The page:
1917 October 28

NCLB Report: Anti-War Minister Kidnapped, Beaten Near Cincinnati

 

The National Civil Liberties Bureau (NCLB) on this day released a report on the kidnapping and beating of socialist and anti-war activist Rev. Herbert Bigelow. Self-styled patriotic vigilantes took him to northern Kentucky, near Cincinnati, for the beating. The incident was just one of many vigilante attacks on opponents of the war in the first year of American involvement in World War I. Because of his stature, however, the attack on Rev. Bigelow became one of the most highly publicized vigilante attacks.

By 1918, Military Intelligence was spying on the National Civil Liberties Bureau because of its aid to conscientious objectors and defense of the free speech rights of ant-war activists. See the government burglary of its offices on March 6, 1918 . On August 30, 1918, the Justice Department raided the NCLB offices in New York City and seized all of its records. For several weeks it appeared possible that all the NCLB leaders would be arrested under the Espionage Act. In the end, they were not.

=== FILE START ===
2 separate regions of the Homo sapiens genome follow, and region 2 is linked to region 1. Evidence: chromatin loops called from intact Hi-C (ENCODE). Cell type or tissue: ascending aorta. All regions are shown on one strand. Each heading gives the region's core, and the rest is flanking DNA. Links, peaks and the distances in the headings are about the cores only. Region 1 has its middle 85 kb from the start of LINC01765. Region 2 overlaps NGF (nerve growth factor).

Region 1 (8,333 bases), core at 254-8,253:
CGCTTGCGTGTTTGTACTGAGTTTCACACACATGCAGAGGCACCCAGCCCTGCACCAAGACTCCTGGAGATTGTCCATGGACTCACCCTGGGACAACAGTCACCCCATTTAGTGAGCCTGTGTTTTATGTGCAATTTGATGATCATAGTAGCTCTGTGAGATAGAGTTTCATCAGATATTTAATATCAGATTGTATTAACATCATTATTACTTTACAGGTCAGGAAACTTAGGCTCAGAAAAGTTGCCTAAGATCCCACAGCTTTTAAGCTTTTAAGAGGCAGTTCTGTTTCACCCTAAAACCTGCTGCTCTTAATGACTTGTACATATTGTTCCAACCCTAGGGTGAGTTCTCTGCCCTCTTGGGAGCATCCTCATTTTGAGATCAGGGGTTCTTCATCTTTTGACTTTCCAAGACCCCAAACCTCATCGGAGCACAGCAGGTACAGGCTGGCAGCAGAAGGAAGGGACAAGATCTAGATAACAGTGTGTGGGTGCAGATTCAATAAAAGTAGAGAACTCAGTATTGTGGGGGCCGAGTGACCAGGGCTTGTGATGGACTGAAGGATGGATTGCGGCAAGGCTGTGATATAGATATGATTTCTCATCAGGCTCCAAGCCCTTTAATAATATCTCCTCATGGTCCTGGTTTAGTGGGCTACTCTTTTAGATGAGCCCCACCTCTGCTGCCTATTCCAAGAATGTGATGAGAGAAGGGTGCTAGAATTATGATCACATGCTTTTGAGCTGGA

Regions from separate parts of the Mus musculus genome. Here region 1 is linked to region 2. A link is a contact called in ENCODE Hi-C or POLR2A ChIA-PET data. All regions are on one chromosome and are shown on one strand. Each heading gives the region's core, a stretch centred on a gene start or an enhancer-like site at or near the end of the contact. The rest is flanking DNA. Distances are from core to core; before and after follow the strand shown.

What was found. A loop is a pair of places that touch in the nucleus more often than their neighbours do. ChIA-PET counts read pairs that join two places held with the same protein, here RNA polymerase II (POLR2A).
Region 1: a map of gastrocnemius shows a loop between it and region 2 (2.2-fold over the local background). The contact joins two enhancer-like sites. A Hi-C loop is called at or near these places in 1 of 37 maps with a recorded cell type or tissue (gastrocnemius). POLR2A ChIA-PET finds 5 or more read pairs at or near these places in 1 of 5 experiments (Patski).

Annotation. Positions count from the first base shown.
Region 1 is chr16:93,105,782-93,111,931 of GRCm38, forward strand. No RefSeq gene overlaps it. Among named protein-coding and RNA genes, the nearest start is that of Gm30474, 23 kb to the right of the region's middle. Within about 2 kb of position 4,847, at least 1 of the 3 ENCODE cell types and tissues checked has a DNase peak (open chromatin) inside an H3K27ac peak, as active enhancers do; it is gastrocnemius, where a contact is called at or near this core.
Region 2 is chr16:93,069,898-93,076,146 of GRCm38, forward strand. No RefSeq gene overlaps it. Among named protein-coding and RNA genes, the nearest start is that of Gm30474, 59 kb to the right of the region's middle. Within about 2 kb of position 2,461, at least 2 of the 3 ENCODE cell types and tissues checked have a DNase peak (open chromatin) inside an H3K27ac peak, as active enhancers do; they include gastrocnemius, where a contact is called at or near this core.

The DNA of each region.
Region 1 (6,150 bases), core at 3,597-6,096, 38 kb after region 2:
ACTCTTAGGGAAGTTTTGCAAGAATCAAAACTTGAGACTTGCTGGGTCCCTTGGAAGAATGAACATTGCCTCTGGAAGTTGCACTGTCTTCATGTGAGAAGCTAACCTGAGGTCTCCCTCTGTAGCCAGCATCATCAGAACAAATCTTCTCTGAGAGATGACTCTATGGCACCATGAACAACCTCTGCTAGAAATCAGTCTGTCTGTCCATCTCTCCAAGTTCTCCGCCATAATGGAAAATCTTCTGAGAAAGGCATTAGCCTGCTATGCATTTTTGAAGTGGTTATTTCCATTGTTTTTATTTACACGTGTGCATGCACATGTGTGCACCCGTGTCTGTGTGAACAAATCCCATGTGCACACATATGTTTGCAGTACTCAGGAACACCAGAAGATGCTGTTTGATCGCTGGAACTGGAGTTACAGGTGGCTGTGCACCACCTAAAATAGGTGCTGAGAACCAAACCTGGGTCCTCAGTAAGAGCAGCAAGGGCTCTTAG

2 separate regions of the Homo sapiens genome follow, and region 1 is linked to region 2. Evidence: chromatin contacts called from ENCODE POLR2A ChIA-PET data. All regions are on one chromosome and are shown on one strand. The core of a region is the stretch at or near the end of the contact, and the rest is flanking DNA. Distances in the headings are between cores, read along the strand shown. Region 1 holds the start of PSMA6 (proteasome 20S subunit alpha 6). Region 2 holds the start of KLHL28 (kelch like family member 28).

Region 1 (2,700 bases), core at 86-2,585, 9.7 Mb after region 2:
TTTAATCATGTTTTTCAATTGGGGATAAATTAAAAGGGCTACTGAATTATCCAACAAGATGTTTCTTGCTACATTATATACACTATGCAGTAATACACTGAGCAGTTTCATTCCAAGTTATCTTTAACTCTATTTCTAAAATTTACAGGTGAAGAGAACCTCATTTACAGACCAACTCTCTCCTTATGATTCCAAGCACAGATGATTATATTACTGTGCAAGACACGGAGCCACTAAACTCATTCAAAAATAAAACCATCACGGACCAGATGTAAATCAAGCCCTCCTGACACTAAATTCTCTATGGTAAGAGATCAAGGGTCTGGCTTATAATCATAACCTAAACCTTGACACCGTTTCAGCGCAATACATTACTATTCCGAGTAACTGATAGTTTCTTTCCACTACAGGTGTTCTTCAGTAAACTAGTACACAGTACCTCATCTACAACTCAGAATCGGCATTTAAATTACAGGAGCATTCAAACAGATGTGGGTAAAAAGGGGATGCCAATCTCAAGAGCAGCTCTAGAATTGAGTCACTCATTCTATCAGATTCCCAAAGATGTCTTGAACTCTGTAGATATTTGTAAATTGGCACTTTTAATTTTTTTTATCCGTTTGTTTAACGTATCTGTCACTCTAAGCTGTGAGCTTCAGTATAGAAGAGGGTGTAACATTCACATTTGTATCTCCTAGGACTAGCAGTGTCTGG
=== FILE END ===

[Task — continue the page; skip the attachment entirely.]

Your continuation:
On January 19, 1920, Roger Baldwin transformed the NCLB into the ACLU, and he served as its Executive Director for the next 30 years, establishing himself as the foremost spokesperson in the country on free speech and civil liberties..

Read the Civil Liberties Bureau Report, The Outrage on Rev. Herbert S. Bigelow of Cincinnati, Ohio (October 28, 1917): http://libcudl.colorado.edu/wwi/pdf/i71168011.pdf

Learn more about the history of the NCLB and the ACLU: Samuel Walker, In Defense of American Liberties: A History of the ACLU (1990)

Learn about the ACLU during times of national crisis: https://www.aclu.org/aclu-history-defending-liberty-times-national-crisis

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